For with my spear I’ve won three crowns of gold,
Twas I that brought the dragon to the
And 1 that gain’d the Egyptian monarch’s daughter.
In Egypt’s fields I prisoner long was kept,
But by my valour I from them escap’d;
I sounded loud at the gate of a divine,
And out came a giant of no good design,
He gave me a blow which almost struck me dead,
But I up with my sword and cut off his head.
Alex. Hold, Slacker, hold, pray do not be so hot,
For in this spot thou know’st not who
‘Tis I that’s to hash thee and smash thee as small as flies,
And send thee to Satan to make mince pies.
Mince pies hot, mince pies cold,
I’ll send thee to Satan ‘ere thou’rt three days old;
But hold, Prince George, before you go away,
Either you or I must die this bloody day,
Some mortal wounds thou shalt receive by las,
So let us fight it out most manfully.
Act II. Scene I
Alexander and Prince George fight, the latter is wounded and falls.
King of Egypt speaks.
Curs’d Christian, what is this thou
Thou hast ruin’d me by killing my best son.
Alex. He gave me a challenge,
why should I him deny?
How high he was, but see, how low he lies.
K. of Egypt. O Sambo, Sambo,
help me now,
For I was never more in need,
For thee to stand with sword in hand,
And to fight at my command.
Doctor. Yes, my liege, I will
And by my sword I hope to win the day;
Yonder stands he who has kill’d my master’s son,
And has his ruin thoughtlessly begun,
I’ll try if he be sprung from royal blood,
And though his body make an ocean flood,
Gentlemen, you see my sword’s point is broke,
Or else I’d run it through that villain’s throat.
K. of Egypt. Is there never a
doctor to be found,
That cast cure my son of his deadly wound?
Doctor. Yes there is a doctor
to be found.
That can cure your son of his deadly wound
K. of Egypt. What diseases can he cure?
[The doctor relates in ribald lines his various remedies, and the scene ends.]
Act II. Scene II.
Prince George arises
Prince George speaks.
O horrible! terrible! the like was
A man drove out of seven senses into fifteen
And not of fifteen into four score,
O horrible! terrible! the like was ne’er before.
Alex. Thou silly ass, that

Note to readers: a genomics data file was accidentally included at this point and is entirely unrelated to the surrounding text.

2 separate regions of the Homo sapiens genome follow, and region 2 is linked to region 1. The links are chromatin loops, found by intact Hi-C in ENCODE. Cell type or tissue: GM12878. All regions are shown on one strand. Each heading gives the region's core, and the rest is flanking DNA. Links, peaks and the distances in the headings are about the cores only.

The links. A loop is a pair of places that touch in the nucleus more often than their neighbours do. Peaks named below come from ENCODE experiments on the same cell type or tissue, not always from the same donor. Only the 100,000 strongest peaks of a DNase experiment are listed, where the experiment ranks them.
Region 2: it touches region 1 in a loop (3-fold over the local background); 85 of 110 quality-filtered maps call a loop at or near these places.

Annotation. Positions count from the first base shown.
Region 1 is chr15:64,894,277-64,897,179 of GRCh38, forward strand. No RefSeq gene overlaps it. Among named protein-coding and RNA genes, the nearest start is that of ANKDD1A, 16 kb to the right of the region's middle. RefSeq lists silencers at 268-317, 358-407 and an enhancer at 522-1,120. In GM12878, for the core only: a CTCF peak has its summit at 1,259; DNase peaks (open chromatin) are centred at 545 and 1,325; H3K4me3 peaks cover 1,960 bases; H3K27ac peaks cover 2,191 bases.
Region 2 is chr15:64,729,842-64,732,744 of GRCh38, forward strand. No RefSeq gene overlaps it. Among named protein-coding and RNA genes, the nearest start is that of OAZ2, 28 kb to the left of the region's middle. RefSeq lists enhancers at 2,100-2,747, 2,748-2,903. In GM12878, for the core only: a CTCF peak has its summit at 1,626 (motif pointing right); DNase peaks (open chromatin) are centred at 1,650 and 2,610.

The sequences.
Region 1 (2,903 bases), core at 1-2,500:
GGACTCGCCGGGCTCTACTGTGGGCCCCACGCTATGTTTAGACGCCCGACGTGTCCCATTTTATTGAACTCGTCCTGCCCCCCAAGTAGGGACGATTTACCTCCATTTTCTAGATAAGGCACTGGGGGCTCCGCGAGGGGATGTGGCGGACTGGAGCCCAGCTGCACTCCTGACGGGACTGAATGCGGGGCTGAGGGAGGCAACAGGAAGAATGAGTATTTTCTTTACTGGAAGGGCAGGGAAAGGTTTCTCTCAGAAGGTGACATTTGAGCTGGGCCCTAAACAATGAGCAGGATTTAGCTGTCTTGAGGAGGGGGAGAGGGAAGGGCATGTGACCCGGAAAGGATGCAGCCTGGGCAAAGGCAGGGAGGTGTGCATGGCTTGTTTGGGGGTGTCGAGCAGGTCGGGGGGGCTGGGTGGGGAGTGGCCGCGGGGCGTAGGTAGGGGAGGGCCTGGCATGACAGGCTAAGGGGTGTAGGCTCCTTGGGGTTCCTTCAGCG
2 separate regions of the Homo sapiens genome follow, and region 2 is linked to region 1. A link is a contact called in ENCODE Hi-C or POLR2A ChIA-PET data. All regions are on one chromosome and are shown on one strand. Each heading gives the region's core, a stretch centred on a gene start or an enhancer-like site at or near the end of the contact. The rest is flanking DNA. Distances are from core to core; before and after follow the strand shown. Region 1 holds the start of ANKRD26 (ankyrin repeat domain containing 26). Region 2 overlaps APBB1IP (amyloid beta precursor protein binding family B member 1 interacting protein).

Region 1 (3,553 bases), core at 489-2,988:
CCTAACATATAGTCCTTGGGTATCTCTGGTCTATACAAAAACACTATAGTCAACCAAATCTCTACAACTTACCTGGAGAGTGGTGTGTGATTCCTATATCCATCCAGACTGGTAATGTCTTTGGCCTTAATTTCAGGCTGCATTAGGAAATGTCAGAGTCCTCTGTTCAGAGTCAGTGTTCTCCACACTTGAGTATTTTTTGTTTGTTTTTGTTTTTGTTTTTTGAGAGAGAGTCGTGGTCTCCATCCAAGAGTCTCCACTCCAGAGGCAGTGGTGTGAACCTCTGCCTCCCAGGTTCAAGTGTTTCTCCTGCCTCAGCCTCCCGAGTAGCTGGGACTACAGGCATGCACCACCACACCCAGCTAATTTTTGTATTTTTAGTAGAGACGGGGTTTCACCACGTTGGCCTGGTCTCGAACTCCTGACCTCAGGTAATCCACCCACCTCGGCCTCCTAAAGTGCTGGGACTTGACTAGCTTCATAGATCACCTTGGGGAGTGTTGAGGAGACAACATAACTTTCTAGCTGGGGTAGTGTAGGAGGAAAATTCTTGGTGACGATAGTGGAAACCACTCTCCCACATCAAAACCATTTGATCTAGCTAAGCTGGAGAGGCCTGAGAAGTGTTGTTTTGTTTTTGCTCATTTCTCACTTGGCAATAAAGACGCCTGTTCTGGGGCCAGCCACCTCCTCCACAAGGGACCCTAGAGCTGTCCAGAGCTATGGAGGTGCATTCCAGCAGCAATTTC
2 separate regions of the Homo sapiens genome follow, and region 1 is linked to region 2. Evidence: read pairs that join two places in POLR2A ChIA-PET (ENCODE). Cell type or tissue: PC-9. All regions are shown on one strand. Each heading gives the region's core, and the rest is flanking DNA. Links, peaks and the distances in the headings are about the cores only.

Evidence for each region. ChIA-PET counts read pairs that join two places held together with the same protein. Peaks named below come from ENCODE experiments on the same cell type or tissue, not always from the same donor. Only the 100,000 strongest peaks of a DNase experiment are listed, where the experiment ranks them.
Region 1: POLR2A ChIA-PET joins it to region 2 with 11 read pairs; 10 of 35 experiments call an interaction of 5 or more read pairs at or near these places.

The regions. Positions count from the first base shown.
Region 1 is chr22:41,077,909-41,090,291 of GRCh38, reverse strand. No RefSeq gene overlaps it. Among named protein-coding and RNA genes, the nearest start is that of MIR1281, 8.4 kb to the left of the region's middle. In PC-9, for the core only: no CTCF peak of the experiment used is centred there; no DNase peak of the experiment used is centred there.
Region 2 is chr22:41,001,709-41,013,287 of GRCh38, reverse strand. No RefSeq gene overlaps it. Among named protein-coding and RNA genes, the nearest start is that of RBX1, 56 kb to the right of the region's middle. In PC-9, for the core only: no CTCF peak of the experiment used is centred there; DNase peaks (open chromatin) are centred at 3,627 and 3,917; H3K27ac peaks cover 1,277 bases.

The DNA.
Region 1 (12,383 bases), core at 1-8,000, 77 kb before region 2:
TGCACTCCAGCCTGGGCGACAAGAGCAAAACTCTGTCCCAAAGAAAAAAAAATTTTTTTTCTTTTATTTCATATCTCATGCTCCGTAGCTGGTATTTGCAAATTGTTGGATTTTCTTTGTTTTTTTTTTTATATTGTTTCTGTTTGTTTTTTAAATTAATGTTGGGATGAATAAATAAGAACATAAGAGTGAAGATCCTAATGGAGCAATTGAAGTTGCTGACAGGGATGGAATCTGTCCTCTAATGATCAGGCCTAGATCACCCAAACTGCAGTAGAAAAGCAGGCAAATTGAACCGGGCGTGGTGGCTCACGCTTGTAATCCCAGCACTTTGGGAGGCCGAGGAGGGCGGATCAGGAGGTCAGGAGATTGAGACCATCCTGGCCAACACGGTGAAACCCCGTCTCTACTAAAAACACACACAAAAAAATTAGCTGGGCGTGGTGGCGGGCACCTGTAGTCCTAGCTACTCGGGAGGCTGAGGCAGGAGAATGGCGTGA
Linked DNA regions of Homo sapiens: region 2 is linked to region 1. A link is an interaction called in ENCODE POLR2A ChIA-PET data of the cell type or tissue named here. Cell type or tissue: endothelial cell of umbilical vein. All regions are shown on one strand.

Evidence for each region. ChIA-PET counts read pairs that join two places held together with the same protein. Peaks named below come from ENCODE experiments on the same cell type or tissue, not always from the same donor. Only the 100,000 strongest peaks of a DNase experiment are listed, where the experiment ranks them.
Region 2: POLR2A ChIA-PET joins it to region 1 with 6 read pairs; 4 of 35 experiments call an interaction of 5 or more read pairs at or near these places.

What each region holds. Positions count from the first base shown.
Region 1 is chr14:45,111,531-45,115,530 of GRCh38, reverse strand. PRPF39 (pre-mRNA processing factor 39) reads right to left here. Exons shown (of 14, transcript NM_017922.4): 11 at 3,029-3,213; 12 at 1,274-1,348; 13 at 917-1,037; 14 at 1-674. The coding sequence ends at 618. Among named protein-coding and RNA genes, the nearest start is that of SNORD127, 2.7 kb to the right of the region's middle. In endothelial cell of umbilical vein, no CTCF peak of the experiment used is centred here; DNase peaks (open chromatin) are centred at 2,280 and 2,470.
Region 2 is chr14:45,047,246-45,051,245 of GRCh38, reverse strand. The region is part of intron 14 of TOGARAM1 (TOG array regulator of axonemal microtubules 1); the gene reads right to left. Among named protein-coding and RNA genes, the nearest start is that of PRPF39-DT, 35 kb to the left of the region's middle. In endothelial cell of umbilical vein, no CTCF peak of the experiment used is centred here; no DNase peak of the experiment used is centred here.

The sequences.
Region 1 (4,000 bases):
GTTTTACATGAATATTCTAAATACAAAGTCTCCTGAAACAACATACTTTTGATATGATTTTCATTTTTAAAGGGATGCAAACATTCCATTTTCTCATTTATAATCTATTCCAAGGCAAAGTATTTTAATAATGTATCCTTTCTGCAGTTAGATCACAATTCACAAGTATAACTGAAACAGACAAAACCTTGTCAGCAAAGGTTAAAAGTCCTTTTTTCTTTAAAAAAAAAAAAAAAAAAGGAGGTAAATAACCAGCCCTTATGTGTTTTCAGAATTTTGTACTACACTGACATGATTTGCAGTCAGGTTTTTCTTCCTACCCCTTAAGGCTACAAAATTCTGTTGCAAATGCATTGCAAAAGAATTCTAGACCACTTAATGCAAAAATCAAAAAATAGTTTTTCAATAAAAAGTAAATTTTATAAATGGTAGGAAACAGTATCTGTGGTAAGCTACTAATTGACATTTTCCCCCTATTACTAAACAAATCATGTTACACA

liv’st on grass
dost thou abuse a stranger?
I live in hopes to buy new ropes, and tie thy nose to a manger.
P. George. Sir, unto you I bend,
Alex. Stand off thou slave, I think thee not my friend;
P. George. A slave Sir, that’s
for me by far too base a name,
That word deserves to stab thine honour’s fame!
Alex. To be stabb’d, sir, is
least of all my care,
Appoint your time and place, I’ll meet yen there.
P. George. I’ll cross the water at the hour of five.
Alex. I’ll meet you there, sir, if I be alive,
P. George. But stop, sir, I’ll
wish you a wife both lusty and young,
Can talk Dutch, French, and the Italian tongue Alex. I’ll have none such.
P. George. Why don’t you love your learning?
ALex. Yes, I love my learning
as I love my life,
I love a learned scholar, but not a learned wife;
Stand off, &c.
K. of Egypt. Sir, to express
thy beauty I’m not able,
For thy face shines like the very kitchen table,
Thy teeth are no whiter than the charcoal, &c.
Alex. Stand off thou dirty dog,
or by my sword thou’lt die,
I’ll make thy body full of holes, buttons to fly.
Act II. Scene III
King of Egypt fights, and is killed.
Enter Prince George.
Oh! what is here? oh! what is to be
Our king is slain, the crown is likewise gone;
Take up his body, bear it hence away,
For in this place no longer shall it stay.
Bouncer Buckler, velvet’s dear,
And Christmas comes but once a year,
Though when it comes it beings good cheer
But farewell Christmas once a year.
Farewell, farewell, adieu! friendship and unity,
I hope we have made sport, and pleas’d the company;
But, gentlemen, you see we’re but actors four,
We’ve done our best, and the best can do no more.
Editor's Note: This entry is strikingly similar to “A Mock Play” from William Sandys, 1852. Recall that one "W.S." has previously submitted a version of “St. George He Was For England” for Volume 2 of the Every-Day Book.